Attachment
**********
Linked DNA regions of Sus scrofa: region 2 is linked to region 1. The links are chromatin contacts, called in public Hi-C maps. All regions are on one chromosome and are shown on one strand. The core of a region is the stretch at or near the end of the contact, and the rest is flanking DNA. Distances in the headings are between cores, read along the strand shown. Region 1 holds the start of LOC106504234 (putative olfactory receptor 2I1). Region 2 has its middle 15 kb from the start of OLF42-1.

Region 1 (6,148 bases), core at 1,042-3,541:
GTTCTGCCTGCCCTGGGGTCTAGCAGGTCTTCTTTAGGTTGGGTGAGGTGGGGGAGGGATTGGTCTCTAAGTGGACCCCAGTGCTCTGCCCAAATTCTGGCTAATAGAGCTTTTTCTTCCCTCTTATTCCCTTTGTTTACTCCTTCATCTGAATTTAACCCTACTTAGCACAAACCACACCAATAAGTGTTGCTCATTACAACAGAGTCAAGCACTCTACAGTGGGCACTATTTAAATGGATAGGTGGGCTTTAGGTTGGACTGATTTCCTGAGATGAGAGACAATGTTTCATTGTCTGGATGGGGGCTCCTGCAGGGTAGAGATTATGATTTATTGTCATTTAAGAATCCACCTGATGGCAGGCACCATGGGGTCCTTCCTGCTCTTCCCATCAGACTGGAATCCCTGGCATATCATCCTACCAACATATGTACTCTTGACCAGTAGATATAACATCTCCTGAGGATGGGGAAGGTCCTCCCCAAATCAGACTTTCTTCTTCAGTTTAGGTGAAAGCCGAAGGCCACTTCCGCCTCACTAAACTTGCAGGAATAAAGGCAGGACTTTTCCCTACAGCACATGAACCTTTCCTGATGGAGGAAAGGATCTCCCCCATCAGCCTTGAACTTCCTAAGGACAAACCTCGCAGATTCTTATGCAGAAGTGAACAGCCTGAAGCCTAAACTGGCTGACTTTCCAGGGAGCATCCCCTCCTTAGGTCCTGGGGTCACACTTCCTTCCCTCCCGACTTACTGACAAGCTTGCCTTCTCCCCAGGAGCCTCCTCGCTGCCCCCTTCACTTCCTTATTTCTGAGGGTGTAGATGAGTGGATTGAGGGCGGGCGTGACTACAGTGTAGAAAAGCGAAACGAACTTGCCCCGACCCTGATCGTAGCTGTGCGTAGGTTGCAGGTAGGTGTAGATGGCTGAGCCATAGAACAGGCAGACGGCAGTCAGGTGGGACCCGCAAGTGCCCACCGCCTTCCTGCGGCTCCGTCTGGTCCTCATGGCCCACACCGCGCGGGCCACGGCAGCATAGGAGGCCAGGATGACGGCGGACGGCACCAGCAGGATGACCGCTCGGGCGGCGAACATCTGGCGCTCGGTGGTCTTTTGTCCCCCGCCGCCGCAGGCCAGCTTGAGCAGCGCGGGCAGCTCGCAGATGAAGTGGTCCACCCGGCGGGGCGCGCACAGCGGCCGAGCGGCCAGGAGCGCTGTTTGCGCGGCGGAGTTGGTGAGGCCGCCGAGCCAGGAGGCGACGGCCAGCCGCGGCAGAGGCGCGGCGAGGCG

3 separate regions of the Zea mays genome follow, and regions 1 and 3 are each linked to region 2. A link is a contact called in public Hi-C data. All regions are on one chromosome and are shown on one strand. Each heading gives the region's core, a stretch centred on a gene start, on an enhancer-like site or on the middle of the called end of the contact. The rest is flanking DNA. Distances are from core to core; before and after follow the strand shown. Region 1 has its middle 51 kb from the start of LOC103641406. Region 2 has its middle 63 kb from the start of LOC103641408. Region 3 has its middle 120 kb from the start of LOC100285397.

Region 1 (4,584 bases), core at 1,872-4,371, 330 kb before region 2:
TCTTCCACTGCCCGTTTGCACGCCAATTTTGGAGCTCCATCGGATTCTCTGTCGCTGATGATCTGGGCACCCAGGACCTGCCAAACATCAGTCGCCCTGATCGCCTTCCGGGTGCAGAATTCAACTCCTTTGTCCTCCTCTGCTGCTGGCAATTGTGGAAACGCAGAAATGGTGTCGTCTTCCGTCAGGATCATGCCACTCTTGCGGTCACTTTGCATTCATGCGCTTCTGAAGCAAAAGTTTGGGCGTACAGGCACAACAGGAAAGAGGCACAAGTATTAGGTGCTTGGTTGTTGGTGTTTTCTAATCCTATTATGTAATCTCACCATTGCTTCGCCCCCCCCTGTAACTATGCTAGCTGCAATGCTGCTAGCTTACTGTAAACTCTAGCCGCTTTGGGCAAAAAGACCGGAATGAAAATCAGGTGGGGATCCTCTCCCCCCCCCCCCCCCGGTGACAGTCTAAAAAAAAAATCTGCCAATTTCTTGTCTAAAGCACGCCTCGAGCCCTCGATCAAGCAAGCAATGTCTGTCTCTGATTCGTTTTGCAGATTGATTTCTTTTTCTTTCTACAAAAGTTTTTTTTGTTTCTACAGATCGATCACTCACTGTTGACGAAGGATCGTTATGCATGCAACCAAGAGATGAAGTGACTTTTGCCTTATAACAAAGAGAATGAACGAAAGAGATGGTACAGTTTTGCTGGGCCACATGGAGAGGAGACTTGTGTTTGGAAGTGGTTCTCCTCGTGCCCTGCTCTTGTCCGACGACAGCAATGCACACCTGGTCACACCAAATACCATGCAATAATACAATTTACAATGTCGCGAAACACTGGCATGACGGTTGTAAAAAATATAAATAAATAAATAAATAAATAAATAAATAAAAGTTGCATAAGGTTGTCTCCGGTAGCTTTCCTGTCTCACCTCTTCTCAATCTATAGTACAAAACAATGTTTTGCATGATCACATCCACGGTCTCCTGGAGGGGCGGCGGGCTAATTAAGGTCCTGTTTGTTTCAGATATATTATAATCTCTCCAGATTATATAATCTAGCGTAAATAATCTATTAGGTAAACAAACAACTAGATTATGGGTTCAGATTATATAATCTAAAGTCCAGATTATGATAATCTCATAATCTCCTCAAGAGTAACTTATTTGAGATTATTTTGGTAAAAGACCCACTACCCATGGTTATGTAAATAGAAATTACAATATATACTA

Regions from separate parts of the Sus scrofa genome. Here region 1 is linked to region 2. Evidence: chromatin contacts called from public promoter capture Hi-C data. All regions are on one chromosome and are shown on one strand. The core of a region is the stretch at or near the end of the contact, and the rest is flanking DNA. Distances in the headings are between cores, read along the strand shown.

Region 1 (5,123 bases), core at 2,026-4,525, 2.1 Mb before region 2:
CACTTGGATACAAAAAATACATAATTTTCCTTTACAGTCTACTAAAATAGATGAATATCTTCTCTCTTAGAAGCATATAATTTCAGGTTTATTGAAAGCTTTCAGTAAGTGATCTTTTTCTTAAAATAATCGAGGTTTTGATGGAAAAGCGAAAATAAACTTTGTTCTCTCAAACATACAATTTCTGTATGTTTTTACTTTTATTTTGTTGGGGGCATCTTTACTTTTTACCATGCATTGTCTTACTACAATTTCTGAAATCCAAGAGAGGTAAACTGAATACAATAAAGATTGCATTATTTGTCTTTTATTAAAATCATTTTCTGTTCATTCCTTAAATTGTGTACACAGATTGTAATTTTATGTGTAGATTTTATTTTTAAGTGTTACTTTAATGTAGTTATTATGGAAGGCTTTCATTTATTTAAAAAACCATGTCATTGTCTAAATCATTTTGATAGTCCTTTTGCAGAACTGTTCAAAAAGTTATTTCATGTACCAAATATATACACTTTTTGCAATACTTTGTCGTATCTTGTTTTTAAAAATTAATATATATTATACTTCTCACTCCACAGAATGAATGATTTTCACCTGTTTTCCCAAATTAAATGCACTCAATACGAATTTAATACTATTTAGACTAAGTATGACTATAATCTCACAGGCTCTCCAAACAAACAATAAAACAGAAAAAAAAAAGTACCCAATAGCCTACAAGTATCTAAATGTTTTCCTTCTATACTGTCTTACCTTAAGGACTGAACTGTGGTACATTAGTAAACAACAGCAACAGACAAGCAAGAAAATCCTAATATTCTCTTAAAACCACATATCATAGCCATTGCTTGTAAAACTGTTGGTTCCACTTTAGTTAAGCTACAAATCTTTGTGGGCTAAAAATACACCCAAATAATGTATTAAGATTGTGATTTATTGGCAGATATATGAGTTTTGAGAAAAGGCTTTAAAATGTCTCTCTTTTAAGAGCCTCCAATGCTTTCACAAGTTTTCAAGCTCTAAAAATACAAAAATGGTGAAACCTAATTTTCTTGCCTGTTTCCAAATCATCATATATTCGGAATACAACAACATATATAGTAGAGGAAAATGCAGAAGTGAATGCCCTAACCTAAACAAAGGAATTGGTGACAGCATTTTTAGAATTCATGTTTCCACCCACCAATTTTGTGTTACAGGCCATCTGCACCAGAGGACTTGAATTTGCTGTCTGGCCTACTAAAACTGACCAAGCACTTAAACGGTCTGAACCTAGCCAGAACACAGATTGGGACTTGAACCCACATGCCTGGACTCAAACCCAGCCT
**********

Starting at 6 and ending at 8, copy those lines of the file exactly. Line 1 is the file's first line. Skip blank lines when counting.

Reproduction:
TCTTCCACTGCCCGTTTGCACGCCAATTTTGGAGCTCCATCGGATTCTCTGTCGCTGATGATCTGGGCACCCAGGACCTGCCAAACATCAGTCGCCCTGATCGCCTTCCGGGTGCAGAATTCAACTCCTTTGTCCTCCTCTGCTGCTGGCAATTGTGGAAACGCAGAAATGGTGTCGTCTTCCGTCAGGATCATGCCACTCTTGCGGTCACTTTGCATTCATGCGCTTCTGAAGCAAAAGTTTGGGCGTACAGGCACAACAGGAAAGAGGCACAAGTATTAGGTGCTTGGTTGTTGGTGTTTTCTAATCCTATTATGTAATCTCACCATTGCTTCGCCCCCCCCTGTAACTATGCTAGCTGCAATGCTGCTAGCTTACTGTAAACTCTAGCCGCTTTGGGCAAAAAGACCGGAATGAAAATCAGGTGGGGATCCTCTCCCCCCCCCCCCCCCGGTGACAGTCTAAAAAAAAAATCTGCCAATTTCTTGTCTAAAGCACGCCTCGAGCCCTCGATCAAGCAAGCAATGTCTGTCTCTGATTCGTTTTGCAGATTGATTTCTTTTTCTTTCTACAAAAGTTTTTTTTGTTTCTACAGATCGATCACTCACTGTTGACGAAGGATCGTTATGCATGCAACCAAGAGATGAAGTGACTTTTGCCTTATAACAAAGAGAATGAACGAAAGAGATGGTACAGTTTTGCTGGGCCACATGGAGAGGAGACTTGTGTTTGGAAGTGGTTCTCCTCGTGCCCTGCTCTTGTCCGACGACAGCAATGCACACCTGGTCACACCAAATACCATGCAATAATACAATTTACAATGTCGCGAAACACTGGCATGACGGTTGTAAAAAATATAAATAAATAAATAAATAAATAAATAAATAAAAGTTGCATAAGGTTGTCTCCGGTAGCTTTCCTGTCTCACCTCTTCTCAATCTATAGTACAAAACAATGTTTTGCATGATCACATCCACGGTCTCCTGGAGGGGCGGCGGGCTAATTAAGGTCCTGTTTGTTTCAGATATATTATAATCTCTCCAGATTATATAATCTAGCGTAAATAATCTATTAGGTAAACAAACAACTAGATTATGGGTTCAGATTATATAATCTAAAGTCCAGATTATGATAATCTCATAATCTCCTCAAGAGTAACTTATTTGAGATTATTTTGGTAAAAGACCCACTACCCATGGTTATGTAAATAGAAATTACAATATATACTA

Regions from separate parts of the Sus scrofa genome. Here region 1 is linked to region 2. Evidence: chromatin contacts called from public promoter capture Hi-C data. All regions are on one chromosome and are shown on one strand. The core of a region is the stretch at or near the end of the contact, and the rest is flanking DNA. Distances in the headings are between cores, read along the strand shown.

Region 1 (5,123 bases), core at 2,026-4,525, 2.1 Mb before region 2: